Sunday, 3 August 2014

Cothill Fen and Dry Sandford Nature Reserves: a home for rare Oxfordshire dragonflies and damselflies

This morning I had an opportunity to visit the Cothill Fen cluster of nature reserves to the south west of Oxford, all managed by BBOWT.  Though relatively small is size, these sites are remarkably rich in plants and invertebrates and I think are the only place in Oxfordshire to see three species of Odonata (the dragonflies and damselflies) otherwise largely confined to the New Forest and other southern heathlands.  My planning was considerably aided by Stephen Burch's excellent website which contains loads of useful information on these and other sites, the species and up to date sightings info.

The weather pretty much played ball but it was a slow start at Dry Sandford Pit, and I was wondering if there were any dragonflies around at all. Then a common darter appeared and perched beautifully for me.
male common darter

Soon afterwards I spotted the first of my "Big Three", a male keeled skimmer.  The male was sat perched  on marshy vegetation, then took off and patrolled across his small territory of a few square metres, then returned to the exact same spot.  About three metres away another male was doing the same thing.  I took some pics with my 400mm lens.  Noticeable how the wings are held forward when resting.
male keeled skimmer
male keeled skimmer, wings held in forward position
Next up was a blue damselfly that had me chasing around and realising I need to wear my glasses to see the close-up detail these days.  Fortunately the long lens helped confirm identification of southern damselfly - now it was two down, just one to go. 
male southern damselfly
I enjoyed a walk around the rest the Dry Sandford Pit; there is much more besides the dragonflies - patches of dark mullein caught my attention.  Lots to learn about geology too.
dark mullein
A short walk away is another BBOWT reserve, Parsonage Moor.  This is a much more extensive area of fenland, unaffected by quarrying.  The guidebook describes this site as "atmospheric", which it really is. A world away from the villages, towns, traffic and intensive agriculture nearby.  Springs feed lime-rich water into small streams, in turn irrigating a wetland that varies from alkaline to acidic and supports a great variety of wildlife.  I focused attention on one of the small streams next to the stretch of boardwalk.  I soon realised about six keeled skimmers have territories here.  A few more southern damselflies are also flying discreetly through the rushes, including a pair egg-laying.  The much larger brown hawker gives a fly-past too.  A pair of common darters are also getting together.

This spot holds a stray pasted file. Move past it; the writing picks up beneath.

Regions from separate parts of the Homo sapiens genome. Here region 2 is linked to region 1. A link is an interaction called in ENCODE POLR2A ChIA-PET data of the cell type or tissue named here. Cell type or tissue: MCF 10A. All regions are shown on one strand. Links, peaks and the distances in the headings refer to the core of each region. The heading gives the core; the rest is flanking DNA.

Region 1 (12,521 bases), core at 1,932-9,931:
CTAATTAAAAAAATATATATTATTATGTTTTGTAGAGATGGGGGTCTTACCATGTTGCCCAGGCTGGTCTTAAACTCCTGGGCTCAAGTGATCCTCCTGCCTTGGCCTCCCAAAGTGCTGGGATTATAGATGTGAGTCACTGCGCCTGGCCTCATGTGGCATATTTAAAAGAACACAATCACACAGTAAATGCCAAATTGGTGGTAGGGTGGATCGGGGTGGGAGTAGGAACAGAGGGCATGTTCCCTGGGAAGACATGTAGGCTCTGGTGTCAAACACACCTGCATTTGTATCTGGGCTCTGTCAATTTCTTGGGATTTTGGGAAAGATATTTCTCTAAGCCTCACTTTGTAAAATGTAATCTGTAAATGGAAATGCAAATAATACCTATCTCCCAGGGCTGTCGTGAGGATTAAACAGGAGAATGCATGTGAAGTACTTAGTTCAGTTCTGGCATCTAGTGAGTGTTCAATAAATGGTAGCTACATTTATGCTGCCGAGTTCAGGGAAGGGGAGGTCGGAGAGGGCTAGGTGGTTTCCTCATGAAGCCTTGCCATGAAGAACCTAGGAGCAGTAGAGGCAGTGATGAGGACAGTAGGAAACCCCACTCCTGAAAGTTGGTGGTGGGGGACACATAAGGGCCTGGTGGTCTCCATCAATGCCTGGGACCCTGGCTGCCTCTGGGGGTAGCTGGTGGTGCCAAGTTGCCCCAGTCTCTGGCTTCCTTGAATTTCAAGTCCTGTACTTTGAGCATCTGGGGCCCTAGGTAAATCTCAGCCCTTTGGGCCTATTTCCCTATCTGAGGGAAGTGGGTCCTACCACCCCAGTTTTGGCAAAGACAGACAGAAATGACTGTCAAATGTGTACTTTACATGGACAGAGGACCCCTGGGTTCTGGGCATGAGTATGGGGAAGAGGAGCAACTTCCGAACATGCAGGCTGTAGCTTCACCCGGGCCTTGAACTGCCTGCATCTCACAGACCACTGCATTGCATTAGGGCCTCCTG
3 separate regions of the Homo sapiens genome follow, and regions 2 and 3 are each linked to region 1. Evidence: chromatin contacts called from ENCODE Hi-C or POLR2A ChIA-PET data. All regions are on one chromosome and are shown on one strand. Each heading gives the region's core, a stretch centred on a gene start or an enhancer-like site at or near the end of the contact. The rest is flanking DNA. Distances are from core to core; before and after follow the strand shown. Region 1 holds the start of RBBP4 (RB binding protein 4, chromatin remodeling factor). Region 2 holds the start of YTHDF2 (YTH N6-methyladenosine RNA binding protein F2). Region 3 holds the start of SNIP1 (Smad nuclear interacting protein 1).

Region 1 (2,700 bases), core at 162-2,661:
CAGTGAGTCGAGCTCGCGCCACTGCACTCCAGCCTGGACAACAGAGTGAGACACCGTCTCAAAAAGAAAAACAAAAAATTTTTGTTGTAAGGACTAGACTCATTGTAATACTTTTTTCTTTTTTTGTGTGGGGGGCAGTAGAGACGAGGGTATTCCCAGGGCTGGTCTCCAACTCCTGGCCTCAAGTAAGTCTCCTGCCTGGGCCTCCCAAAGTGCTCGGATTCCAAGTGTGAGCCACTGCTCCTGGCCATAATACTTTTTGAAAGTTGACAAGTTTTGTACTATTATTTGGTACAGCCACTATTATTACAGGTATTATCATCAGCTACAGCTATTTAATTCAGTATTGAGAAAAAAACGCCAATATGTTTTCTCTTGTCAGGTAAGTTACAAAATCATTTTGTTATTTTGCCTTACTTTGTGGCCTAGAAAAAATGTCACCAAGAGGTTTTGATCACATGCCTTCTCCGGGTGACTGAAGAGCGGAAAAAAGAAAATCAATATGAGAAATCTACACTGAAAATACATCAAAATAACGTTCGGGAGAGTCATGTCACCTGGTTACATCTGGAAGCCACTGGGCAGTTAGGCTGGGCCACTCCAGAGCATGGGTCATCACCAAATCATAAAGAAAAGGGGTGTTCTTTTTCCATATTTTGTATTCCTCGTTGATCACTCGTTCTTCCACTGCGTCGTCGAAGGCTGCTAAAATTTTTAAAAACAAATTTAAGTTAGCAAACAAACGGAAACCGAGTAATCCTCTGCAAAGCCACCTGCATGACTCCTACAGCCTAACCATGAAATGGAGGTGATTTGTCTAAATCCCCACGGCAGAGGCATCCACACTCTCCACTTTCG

common darter pair

 I was so absorbed that I forgot about the last of the big three, then it appeared. I took a photo; it disappeared. That was all I saw.  But that was all I needed to confirm a small red damselfly.
small red damselfly - all too brief, but conclusive!
Parsonage Moor - the tiny stream home to the Big Three
These two sites are well worth repeated visits though the season - I also saw grass of Parnassus in bud and the seed heads of marsh helleborine, two extremely rare plants in Oxfordshire.
grass of Parnassus about to flower

I also had time for a quick walk around Lashford Lane Fen, the third wildlife trust reserve in this cluster.  A couple of southern hawkers were new for the day, but not enough time to look for scarcer species - the fen is less accessible here too.  It is exciting to see ponies grazing here, helping to manage the fen and keep marshy areas more open.  There are also a couple of colourful meadows full of greater knapweed and field scabious.

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